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Inbar’s Guide to the Northlands: To Thrymheim

Inbar’s Guide to the Northlands: To Thrymheim

Dearest Mother and Father,

Circumstances in Gastropnir have become difficult to bear. New elements in the settlement have made it dangerous to be anything other than a giant. I am leaving today to journey to Thrymheim, another giant community. To do so though, I must brave a cold so vicious I cannot describe it.

The Cold Road

The road from Gastropnir to Thrymheim is an unnervingly wide packed-dirt track marred by ruts from carts and barrows of all sizes. The path winds through the mountains, diverting around the most difficult bits of the terrain. Humanoid bones litter the fringes of the path, a constant reminder of the dangers travelers face. Bandits, animals, and monsters are potential hazards on the trade road as they are everywhere, attracted by the activity. The giant merchants traveling the trade road are also a hazard as the less reputable will kill and eat humanoid merchants and take their goods for resale. Wise humanoid travelers hew to a smaller, more rugged path, lying a mile north of that road. This cold road, as it is called, has a habit of destroying wagons and other conveyances. As a result, the cairns that dot the nearby hills are as likely to be hiding trade goods as they are to be some unfortunate’s final resting place.

Titanic Beasts

While making haste for Thrymheim, I continue to see sights most fantastical! It seems that in Jotunheim, the region I am in, everything is larger than life, from the deer, to the wolves, to a creature that looks like a fur-covered elephant.

While the giants farming the region near Gastropnir tend to have large herds of regular livestock, the stone giants who farm deeper in Jotunheim tend to more exotic stock. Giant muskox and elk make up the bulk of the herds, but some of the farmers keep flocks of axebeaks and even small numbers of mastodons and mammoths. Axebeak eggs are a highly sought after commodity in frost and hill giant communities. Mundane predators in the region have adapted to match the size of their prey. Cave bears are even larger and fiercer than their grizzly cousins. Packs of horse-sized dire wolves haunt the forests, and sabre-toothed cats stalk prey from the trees, promising a swift death to anything they come on unawares.

Mass Cultivation

In the near distance, I see the giant men and women work the land and am reminded that in many ways life is not so different for our peoples. When I register how much larger than humans the giants are though, I can only wonder how such immense beings can find enough food to sustain even small settlements.

The region of Jotunheim is both settled and wild. The lesser species of giants, ogres, ettins, trolls, and hill giants subsist primarily on the meat of their kills, whatever form that meat takes. Consequently, life for these creatures is often hard as food can be scarce, causing them to turn to carrion and cannibalism for survival. The more intelligent giant types have developed diets that consist as much of lichen, moss, ferns, and portions of trees as they do meat. Giant farms often appear to be orchards of pine, spruce, and fir trees upon which moss growth is encouraged. Ferns blanket the ground beneath the trees, ensuring the maximum amount of food is cultivated in the minimum amount of space. The ranchers’ herds range these orchards, finding their own subsistence there as well. There is relatively little waste on a giant’s farm. Ferns are hardy and grow quickly with care, and the trees can grow for centuries, blanketed by ever-thicker swathes of moss. Most non-predator-related danger to these farms comes in the warmer summer months when forest fires and insect infestation can claim hundreds of hectares before they are brought under control. Giant farmers in the north sometimes pool their resources to hire spellcasters to protect their holdings in the summers.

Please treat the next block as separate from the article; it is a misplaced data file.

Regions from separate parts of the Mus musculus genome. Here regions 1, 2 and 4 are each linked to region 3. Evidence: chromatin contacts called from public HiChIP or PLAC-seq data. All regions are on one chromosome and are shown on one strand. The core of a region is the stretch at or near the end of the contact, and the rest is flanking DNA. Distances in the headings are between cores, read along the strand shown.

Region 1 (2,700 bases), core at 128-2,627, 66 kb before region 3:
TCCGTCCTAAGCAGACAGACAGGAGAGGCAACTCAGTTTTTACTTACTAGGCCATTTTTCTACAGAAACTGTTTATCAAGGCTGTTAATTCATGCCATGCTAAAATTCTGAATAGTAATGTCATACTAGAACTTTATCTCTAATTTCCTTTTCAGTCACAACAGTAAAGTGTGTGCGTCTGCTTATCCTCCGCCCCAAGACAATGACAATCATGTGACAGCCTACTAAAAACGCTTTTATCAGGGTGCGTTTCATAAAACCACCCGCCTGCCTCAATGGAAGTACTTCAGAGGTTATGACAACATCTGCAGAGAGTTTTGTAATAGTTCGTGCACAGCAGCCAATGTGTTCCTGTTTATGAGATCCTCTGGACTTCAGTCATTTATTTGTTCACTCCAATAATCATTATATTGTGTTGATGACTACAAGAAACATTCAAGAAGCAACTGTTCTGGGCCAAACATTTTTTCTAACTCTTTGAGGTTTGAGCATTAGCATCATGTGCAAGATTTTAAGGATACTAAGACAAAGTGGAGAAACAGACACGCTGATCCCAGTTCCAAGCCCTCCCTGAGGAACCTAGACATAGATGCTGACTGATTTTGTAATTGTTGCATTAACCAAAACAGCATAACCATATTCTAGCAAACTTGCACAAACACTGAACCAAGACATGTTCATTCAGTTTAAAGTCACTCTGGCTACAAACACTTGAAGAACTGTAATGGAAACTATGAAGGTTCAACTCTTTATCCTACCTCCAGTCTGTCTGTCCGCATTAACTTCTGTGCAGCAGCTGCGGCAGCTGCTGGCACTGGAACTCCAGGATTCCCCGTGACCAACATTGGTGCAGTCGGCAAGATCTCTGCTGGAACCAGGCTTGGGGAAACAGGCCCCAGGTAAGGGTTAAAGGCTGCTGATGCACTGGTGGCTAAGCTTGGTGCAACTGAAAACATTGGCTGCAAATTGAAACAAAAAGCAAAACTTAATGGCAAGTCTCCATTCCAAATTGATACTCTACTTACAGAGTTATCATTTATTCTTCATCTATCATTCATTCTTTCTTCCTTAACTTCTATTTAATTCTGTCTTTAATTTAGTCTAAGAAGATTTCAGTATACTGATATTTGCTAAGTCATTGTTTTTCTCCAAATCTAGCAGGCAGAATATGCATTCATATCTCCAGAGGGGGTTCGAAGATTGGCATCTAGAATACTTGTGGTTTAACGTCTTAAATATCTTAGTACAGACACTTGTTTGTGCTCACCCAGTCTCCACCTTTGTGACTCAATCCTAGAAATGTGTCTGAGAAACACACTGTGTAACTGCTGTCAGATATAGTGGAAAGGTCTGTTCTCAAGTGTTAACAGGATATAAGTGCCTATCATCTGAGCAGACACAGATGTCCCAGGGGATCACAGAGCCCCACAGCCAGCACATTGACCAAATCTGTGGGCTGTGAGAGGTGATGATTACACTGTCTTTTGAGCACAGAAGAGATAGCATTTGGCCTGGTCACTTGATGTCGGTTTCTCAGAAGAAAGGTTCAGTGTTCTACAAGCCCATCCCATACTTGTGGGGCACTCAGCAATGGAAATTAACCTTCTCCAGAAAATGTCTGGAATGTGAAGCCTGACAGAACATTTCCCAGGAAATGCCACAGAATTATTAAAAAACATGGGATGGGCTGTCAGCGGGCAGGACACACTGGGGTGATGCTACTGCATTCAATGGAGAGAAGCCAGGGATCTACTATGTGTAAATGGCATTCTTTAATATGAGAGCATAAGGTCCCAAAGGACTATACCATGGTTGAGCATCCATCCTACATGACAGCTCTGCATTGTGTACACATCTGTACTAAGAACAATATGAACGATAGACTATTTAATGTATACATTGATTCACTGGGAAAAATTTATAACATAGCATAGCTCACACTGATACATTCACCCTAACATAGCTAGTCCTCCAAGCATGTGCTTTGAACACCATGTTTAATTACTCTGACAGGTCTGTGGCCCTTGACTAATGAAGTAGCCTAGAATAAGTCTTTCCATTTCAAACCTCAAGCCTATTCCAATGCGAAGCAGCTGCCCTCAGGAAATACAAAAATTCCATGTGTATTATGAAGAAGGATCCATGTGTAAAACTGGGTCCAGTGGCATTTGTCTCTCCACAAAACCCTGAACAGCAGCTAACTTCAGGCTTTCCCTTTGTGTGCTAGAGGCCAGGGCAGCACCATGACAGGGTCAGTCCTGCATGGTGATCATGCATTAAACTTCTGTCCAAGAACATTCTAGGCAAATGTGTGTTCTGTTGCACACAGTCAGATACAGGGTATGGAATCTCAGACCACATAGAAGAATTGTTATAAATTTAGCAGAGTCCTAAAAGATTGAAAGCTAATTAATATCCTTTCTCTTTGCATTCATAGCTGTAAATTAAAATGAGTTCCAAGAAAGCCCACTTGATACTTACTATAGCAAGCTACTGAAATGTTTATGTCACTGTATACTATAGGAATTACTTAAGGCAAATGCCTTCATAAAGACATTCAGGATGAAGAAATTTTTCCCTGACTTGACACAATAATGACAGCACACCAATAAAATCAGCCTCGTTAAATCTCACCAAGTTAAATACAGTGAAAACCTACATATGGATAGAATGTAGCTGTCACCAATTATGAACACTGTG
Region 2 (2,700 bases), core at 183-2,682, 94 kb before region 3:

Shelter from the Cold

I think I was only an hour or two away from perishing. I lost track of my companions when the temperature dropped suddenly with snowfall and winds strong enough to knock me over. One of the nearby farmers saw me struggling and brought me into her home. I was suddenly struck with fright at the size of her but relaxed when I saw her home looked like so many other homes I have seen here.

Stone giants in Jotunheim usually live in simple but comfortable shallow cave complexes. Farmers of their species just as often live in stone farmhouses. Like most farmhouses, the heart of the home is the kitchen, and at the heart of the kitchen is an immense wood-burning stove. The wealthiest of these farmers has a dwarf-crafted stove, though the giants themselves have learned to create respectable ovens. The homes often smell strongly of pine from the ever-present pot of pine needle tea steeping on the stove or over the fire. Giant farmhouses aren’t built to accommodate smaller folk, but kinder representatives of the species sometimes allow members of the smaller races to set their bedrolls beside the stove when the weather becomes terrifying. Giants whose hospitality is rewarded with betrayal by their guests are implacable foes who will go to nearly any lengths to bring them to justice.

In the distance I can see the silhouette of Thrymheim. It looks like the biggest castle you can imagine set upon a giant pile of boulders. I will write you again once I find my bearings there.

Until then I am ever your daughter,


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